ShareThis Page
Char Valley senior tours South Korea through scholarship program |

Char Valley senior tours South Korea through scholarship program


Amya Mebane dreams of someday traveling the world to learn about other cultures and ways of life in other lands.

This summer, the 17-year-old Chartiers Valley senior had the chance to leave the United States for the first time to spend a month touring and learning in South Korea for free, courtesy of World Affairs Council of Pittsburgh’s Global Travel Scholarship program.

From July 4 to Aug. 1, Amya was immersed in the South Korean culture, listening to K-Pop and eating spicy food while attending peacekeeping workshops and visiting Korea’s demilitarized zone that brought her within two miles of North Korea.

“I learned an appreciation for a culture I never knew about,” she said. “And I learned to be a better person and realize that other people have problems and you need to be aware of that.”

Amya’s love for travel was sparked as a child watching Dora the Explorer.

“I always thought, she gets to go to all of these really cool places, why can’t I?” Amya said.

Amya read books about other countries and learned about their languages and cultures.

She began taking German at Chartiers Valley as a freshman. German teacher Frau Mary Zollars shared her love for traveling with her students.

Amya “fell in love” with the idea of exploring the world even more.

“Now, I just want to go everywhere,” she said.

Her teacher introduced Amya to the World Affairs Council of Pittsburgh’s Global Travel Scholarship program which sent eight students this summer, including Amya, across the world through World Learning’s The Experiment in International Living program to many countries including Morocco, Germany, Costa Rica, South Africa, Mongolia and Japan.

Amya was nominated and went through an application process, with Germany as her first choice.

She still remembers the moment she got the call saying she was going to South Korea, her second choice, and the shock that surrounded it.

“I was just so surprised. I didn’t think I’d ever go to South Korea,” she said.

For Amya’s mom, JeNaya, sending her child to Korea was scary. The first thing that ran through her mind was “nuclear weapons,” she said. Then she realized, she’s going to South Korea.

“I was obviously very proud, excited and scared,” she said. “Every parent wants their kid to do great things. She’s always been a very bright person. I hope this helps set the bar for all that she wants to achieve.”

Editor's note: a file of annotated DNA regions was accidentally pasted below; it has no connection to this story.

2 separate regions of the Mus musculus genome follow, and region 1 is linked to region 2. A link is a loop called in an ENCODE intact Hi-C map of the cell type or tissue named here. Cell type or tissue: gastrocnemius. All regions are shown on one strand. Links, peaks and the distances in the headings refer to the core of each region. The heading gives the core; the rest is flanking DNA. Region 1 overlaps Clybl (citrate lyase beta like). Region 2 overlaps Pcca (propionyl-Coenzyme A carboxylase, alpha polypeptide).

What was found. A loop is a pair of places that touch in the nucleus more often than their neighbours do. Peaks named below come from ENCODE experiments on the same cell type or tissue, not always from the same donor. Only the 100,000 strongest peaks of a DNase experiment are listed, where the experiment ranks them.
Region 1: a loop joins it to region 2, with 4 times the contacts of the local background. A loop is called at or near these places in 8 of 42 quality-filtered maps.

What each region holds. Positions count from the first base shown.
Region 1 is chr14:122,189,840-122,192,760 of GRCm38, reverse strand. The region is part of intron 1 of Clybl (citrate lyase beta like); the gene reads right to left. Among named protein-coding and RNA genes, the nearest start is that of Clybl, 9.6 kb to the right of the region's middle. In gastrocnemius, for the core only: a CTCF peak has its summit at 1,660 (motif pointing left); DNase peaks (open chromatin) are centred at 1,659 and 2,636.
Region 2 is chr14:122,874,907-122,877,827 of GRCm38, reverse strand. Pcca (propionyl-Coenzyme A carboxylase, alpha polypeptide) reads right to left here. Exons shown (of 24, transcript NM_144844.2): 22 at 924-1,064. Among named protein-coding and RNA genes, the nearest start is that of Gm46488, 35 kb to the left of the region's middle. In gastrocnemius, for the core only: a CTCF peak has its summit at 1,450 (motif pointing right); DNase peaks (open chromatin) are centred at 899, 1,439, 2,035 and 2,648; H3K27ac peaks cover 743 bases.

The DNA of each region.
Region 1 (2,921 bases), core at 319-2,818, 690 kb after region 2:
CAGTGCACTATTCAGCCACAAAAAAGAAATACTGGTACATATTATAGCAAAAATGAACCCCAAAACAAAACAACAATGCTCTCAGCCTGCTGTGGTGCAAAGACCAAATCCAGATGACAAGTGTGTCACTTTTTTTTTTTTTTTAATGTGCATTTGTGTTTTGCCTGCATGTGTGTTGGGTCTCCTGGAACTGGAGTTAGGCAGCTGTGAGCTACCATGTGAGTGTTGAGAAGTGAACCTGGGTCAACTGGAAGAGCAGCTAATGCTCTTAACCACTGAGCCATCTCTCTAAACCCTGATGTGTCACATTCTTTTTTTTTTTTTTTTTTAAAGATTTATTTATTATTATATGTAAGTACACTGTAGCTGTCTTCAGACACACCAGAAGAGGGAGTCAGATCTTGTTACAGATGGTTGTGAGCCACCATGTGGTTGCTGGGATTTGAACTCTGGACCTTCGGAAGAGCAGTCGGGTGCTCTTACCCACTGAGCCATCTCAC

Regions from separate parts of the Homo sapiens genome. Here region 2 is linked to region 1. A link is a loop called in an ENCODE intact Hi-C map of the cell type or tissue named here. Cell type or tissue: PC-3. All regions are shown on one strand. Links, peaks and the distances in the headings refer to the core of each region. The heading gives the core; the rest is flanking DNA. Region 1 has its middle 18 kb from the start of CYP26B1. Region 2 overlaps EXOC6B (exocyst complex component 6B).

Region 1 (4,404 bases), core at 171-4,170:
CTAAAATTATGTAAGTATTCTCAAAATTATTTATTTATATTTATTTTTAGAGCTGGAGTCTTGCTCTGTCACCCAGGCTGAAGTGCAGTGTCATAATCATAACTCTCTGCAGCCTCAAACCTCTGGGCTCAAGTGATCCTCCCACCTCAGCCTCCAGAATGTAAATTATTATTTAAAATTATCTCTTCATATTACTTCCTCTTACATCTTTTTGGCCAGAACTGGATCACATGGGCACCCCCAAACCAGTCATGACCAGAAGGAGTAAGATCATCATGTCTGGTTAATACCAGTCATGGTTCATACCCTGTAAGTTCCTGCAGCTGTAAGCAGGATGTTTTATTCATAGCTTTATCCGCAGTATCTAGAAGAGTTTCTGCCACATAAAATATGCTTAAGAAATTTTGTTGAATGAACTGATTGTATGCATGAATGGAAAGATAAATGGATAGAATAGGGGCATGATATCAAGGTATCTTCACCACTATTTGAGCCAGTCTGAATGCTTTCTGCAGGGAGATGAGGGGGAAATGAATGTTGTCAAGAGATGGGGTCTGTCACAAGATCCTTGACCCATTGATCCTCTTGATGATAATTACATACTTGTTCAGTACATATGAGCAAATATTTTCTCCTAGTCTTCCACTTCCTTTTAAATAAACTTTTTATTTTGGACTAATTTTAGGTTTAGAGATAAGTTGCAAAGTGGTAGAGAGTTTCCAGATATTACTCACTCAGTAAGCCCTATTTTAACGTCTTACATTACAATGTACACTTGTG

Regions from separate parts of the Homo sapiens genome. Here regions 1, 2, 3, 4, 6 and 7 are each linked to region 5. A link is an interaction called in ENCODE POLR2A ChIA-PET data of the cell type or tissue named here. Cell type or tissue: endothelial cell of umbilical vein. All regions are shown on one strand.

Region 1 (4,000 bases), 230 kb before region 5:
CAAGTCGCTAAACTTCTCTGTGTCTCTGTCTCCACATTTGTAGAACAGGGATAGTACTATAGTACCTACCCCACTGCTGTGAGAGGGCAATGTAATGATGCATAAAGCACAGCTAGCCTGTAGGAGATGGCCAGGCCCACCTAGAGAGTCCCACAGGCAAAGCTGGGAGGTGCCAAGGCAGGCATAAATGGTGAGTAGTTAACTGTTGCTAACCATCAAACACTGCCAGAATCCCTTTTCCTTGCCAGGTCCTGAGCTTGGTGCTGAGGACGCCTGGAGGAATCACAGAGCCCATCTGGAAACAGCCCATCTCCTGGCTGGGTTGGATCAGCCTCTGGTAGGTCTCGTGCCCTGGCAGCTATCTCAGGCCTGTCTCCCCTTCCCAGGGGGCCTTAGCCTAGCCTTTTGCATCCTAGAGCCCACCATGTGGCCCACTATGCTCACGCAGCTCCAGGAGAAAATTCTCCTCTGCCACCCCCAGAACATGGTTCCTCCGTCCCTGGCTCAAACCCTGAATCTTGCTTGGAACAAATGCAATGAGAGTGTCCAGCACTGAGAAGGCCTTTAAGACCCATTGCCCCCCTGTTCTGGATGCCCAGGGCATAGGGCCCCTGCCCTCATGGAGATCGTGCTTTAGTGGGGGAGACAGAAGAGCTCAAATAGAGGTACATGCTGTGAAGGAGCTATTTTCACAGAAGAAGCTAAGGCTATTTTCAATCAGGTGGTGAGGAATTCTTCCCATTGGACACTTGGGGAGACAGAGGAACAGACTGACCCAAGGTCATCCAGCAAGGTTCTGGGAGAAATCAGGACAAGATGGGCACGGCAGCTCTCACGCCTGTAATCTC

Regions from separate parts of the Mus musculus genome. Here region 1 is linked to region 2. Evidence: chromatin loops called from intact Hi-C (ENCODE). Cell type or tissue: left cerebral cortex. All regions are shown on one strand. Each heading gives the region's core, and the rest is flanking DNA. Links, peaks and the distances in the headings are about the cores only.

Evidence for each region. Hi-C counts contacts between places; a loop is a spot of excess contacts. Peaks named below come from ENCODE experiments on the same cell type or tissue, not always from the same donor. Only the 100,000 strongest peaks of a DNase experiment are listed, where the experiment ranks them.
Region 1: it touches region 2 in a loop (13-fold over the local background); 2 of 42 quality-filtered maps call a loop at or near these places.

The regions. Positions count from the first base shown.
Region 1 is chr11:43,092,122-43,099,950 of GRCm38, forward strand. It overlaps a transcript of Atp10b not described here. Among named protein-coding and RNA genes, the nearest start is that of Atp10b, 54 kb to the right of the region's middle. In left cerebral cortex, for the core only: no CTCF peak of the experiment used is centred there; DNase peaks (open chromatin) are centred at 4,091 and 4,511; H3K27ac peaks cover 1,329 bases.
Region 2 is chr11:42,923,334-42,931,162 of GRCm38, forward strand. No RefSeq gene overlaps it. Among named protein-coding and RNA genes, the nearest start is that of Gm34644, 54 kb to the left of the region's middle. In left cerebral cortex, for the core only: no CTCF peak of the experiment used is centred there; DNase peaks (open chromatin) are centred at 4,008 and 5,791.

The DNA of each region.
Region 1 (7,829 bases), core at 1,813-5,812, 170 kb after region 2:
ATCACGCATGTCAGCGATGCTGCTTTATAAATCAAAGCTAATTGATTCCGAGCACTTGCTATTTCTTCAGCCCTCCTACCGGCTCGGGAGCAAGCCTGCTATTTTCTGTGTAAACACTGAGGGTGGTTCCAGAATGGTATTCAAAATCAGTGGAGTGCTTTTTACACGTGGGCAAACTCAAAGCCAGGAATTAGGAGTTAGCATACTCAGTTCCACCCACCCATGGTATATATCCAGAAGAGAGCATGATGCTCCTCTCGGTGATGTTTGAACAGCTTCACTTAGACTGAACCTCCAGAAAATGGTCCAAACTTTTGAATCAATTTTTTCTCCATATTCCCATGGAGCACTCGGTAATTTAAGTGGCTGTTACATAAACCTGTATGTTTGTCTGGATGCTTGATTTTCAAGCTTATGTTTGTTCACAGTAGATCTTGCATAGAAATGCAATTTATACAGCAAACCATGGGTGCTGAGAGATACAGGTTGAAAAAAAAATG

Amya participated in a peacebuilding and contemporary culture program with kids from across the United States.

In South Korea, they spent time in Seoul, where Amya noted the “very busy nightlife” and how the country is “very family oriented.” They visited museums and learned about the history, seeing the capital building.

They traveled to Busan for a couple of days at the beach and visited cities including Goyang.

The group’s final stop was at Korea’s Demilitarized Zone, where they learned about the history of the area and reasoning behind it.

The group stayed in a guest house.

Amya had never met any of the kids on the trip, but now, she calls them her “best friends” after all they experienced.

During the trip, the group attended peacekeeping workshops, where they learned how to solve problems between two places using words instead of violence.

Amya said she learned a lot that she hopes to utilize in the future.

She plans to talk about her trip with everyone she can and hopes that it helps people realize that there’s a great big world out there for them to explore.

“There’s more than just Pittsburgh. There’s more than just America out there. Go see it,” she said.

JeNaya said this trip is proof that if your child wants to do something, don’t let your situation hold them back.

Stephanie Hacke is a Tribune-Review contributor.

TribLIVE commenting policy

You are solely responsible for your comments and by using you agree to our Terms of Service.

We moderate comments. Our goal is to provide substantive commentary for a general readership. By screening submissions, we provide a space where readers can share intelligent and informed commentary that enhances the quality of our news and information.

While most comments will be posted if they are on-topic and not abusive, moderating decisions are subjective. We will make them as carefully and consistently as we can. Because of the volume of reader comments, we cannot review individual moderation decisions with readers.

We value thoughtful comments representing a range of views that make their point quickly and politely. We make an effort to protect discussions from repeated comments either by the same reader or different readers

We follow the same standards for taste as the daily newspaper. A few things we won't tolerate: personal attacks, obscenity, vulgarity, profanity (including expletives and letters followed by dashes), commercial promotion, impersonations, incoherence, proselytizing and SHOUTING. Don't include URLs to Web sites.

We do not edit comments. They are either approved or deleted. We reserve the right to edit a comment that is quoted or excerpted in an article. In this case, we may fix spelling and punctuation.

We welcome strong opinions and criticism of our work, but we don't want comments to become bogged down with discussions of our policies and we will moderate accordingly.

We appreciate it when readers and people quoted in articles or blog posts point out errors of fact or emphasis and will investigate all assertions. But these suggestions should be sent via e-mail. To avoid distracting other readers, we won't publish comments that suggest a correction. Instead, corrections will be made in a blog post or in an article.